These will be available in time for watering stock, and help open up an area which would otherwise be non-productive.
A considerable area has already been irrigated and the flowing have been successfully produced. Maize, Beans, Castor Oil, Lucerne, Sunflower, Maringo root: production of oil), Sugar-cane, Sweet potatoes, Tara root, Pigeon peas, and a variety of vegetables. All these were established without the assistance of rain.
A serious attempt is being made to establish beef and dairy herds. The irrigation canal assures water for stock and grazing, but enemy number one—Tsetse—remains to be subdued and brought under control. Nothing daunted, two D8 Caterpillar Tractors were set to work hauling a three hundred foot wire hawser. At the time of writing, some thousands of acres have been cleared and the danger of tsetse fly thereby greatly minimised.
A small cross-Sahiwal herd was introduced in May 1950, and by natural increase the number has been doubled. Two calves were lost within three days of birth, the only casualties, and not one beast has died as the result of Tsetse Fly contact.
Another experiment upon which success has smiled is the breeding of Tilapia. This is the earliest attempt to cultivate fish on a large scale in Kenya. The breeding ponds cover an area of seventy two acres, the size of the ponds ranging between half to six and a half acres.
To ensure an adequate fresh water supply a canal ten miles in length was excavated and led in from the Lumi River. The ponds are stocked with some 300,000 Tilapia fingerlings. The fish are left some months to mature. A system of emptying the ponds in rotation is now in being and a regular supply of fish for the labour force is available.
In the early stages this experiment was handicapped through insufficient feeding but this has now been overcome An early venture was clearing a portion of the foreshore of Lake Jipe, and to ascertain what would grow on the reclaimed land. Encouraged by results, which proved the possibility of growing a wide range of plants, and seed crops to cotton, bananas and coconut palms, reclamation on a large scale is under way.
Most of the buildings are constructed of lime blocks with a coating of cement wash inside and out, the material for the blocks being excavated on the flats adjacent to Lake Jipe.
All these operations are in the initial stages and it is premature to write of results. The conception and vision which gave them birth, combined with a profound faith in the land in which we live, cannot but auger well for ultimate success.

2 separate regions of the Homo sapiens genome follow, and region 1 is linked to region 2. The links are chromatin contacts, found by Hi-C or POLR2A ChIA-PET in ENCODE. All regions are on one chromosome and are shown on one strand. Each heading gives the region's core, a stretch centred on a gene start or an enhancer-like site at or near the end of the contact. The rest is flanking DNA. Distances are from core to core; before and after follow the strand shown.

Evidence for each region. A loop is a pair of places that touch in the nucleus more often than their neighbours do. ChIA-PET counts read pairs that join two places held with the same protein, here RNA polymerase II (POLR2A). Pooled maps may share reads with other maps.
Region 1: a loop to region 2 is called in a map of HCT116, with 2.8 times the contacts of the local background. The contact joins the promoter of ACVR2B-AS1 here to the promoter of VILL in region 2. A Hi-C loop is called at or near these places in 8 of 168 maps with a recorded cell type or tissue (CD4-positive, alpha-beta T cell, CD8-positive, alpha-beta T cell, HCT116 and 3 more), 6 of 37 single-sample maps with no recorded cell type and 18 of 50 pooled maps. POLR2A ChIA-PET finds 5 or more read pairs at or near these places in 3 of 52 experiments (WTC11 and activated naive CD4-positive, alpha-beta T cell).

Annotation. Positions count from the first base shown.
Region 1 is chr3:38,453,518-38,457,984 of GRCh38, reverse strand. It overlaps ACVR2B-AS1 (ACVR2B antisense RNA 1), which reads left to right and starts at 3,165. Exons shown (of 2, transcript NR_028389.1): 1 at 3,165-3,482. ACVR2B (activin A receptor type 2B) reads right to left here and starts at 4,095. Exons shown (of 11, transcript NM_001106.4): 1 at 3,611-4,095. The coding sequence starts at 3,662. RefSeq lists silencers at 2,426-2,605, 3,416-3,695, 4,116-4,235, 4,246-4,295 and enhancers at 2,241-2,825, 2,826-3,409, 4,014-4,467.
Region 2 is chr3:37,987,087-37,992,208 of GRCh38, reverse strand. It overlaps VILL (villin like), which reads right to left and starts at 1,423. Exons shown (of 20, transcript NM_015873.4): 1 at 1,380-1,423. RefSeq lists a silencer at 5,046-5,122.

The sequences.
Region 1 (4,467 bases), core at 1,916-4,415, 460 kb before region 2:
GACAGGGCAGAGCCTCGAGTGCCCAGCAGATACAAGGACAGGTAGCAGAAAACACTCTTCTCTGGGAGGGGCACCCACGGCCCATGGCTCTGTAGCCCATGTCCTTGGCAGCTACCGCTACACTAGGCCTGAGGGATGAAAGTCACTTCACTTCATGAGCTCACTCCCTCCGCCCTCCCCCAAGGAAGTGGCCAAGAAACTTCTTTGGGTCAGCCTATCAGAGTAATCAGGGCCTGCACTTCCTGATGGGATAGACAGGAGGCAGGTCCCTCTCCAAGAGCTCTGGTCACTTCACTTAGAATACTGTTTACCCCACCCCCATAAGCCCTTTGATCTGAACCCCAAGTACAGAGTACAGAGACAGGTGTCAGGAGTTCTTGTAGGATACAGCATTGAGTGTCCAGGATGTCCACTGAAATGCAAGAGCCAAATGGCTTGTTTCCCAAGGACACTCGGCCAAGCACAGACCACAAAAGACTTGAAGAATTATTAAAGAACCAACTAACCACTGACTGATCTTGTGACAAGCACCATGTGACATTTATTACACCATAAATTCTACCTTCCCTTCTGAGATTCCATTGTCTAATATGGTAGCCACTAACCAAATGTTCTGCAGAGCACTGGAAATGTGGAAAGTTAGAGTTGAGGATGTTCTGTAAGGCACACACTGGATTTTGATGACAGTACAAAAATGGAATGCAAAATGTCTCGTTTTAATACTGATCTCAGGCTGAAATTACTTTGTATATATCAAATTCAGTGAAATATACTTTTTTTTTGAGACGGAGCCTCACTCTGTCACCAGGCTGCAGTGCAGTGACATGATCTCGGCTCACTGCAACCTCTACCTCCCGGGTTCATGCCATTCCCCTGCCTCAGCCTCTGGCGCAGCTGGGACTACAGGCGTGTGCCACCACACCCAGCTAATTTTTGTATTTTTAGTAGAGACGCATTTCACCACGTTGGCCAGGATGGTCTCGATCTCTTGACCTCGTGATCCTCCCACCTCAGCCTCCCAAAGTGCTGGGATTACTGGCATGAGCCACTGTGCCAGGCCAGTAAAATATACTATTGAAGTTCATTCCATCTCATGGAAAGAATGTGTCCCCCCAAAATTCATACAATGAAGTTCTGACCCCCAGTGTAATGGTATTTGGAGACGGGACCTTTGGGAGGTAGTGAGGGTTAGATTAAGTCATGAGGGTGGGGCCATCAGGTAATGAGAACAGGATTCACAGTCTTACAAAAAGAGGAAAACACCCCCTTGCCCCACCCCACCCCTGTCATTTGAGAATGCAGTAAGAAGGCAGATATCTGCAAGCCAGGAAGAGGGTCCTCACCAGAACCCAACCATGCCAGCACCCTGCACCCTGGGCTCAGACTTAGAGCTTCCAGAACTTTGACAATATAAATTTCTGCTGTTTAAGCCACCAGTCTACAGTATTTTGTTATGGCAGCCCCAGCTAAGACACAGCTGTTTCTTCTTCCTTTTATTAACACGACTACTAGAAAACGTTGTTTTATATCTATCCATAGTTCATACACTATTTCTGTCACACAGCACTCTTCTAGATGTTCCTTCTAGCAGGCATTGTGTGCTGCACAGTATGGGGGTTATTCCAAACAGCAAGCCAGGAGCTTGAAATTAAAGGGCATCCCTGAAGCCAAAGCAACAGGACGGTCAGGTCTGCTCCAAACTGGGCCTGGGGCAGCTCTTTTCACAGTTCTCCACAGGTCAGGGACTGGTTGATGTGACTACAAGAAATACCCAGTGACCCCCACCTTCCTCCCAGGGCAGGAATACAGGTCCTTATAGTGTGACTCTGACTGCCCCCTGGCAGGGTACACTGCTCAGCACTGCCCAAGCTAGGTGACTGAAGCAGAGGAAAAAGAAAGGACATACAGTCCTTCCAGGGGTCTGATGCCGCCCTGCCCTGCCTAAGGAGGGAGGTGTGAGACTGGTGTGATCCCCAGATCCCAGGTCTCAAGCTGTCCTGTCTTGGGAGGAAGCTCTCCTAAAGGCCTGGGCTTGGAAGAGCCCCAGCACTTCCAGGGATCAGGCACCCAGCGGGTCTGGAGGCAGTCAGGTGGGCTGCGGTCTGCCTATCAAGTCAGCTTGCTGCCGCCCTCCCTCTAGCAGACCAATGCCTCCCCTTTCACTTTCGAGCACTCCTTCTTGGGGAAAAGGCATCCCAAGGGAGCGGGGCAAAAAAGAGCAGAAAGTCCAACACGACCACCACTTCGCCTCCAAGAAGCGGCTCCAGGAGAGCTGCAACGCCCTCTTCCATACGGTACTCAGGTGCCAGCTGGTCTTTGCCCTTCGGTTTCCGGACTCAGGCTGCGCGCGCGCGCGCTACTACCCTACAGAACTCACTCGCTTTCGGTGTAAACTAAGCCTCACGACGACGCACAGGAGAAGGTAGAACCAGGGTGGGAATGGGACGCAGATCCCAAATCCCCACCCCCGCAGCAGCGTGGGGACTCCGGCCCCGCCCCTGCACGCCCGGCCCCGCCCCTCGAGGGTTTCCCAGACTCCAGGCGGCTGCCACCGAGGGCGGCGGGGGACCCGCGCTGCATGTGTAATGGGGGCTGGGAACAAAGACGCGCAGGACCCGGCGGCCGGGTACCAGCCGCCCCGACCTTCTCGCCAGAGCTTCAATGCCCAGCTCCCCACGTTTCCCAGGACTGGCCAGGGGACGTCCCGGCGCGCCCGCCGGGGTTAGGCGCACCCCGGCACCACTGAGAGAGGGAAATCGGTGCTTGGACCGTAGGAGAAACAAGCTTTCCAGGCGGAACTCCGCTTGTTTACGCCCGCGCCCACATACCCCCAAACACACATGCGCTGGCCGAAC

Lord William Northrop Macmillan: Man-Mountain
The cache, a small cylindrical plastic camo-container is hidden under a large rock at the Macmillan Grave site (to the south of his grave) about half way up the good (4WD) dirt track leading to the top of Ol Donyo Sabuk (Maasai: 'Big Mountain')
McMillan Library and the jinxed Juja Farm
When the final story of the McMillan Memorial Library is written, it will be about a person - William Northrup McMillan — who bequeathed part of his wealth to the citizens of Nairobi — and had it protected by an Act of Parliament. That was the work of a genius.
Donald McMillan Ju-Ja Ranch British East Africa Big Game Hunting
Ju-Ja Ranch, where Mr. Roosevelt will stay for several weeks discussing with Mr. McMillan the final plans for his plunge into the wilderness, is twenty-three miles from Nairobi, the seat of government in British East Africa. The ranch is a domain of twenty thousand acres, covering a tract seven miles long that ends in a sharp angle at the confluence of the Athi and Tana rivers. Immediately north of Ju-Ja, in majestic view from the veranda, Mount Kenia pushes its snow-cap nineteen thousand feet high across the exact line of the equator. Between the ranch and Mount Kenia lie the swells of the big game wilderness, which runs on in a north westerly direction toward the great volcanic escarpment that shields Victoria Nyanza.
OLD TIME SALES SAFARIS
With so much enthusiasm and vigour we have seen and read a great deal on the Ugandan Railways and related items such as farming and other which the Colonial government had established/initially introduced to this mostly barren land of East Africa, from it many industries derived, that were unheard of and with it so many different types of enterprise/s flourished in many ways, way beyond peoples own expectations.
Well, here is a little bit of one of the many major Enterprises “Old Time Sales Safari”…a historic and renowned name started up in Mombasa, a Depot of the Boustead Brothers…..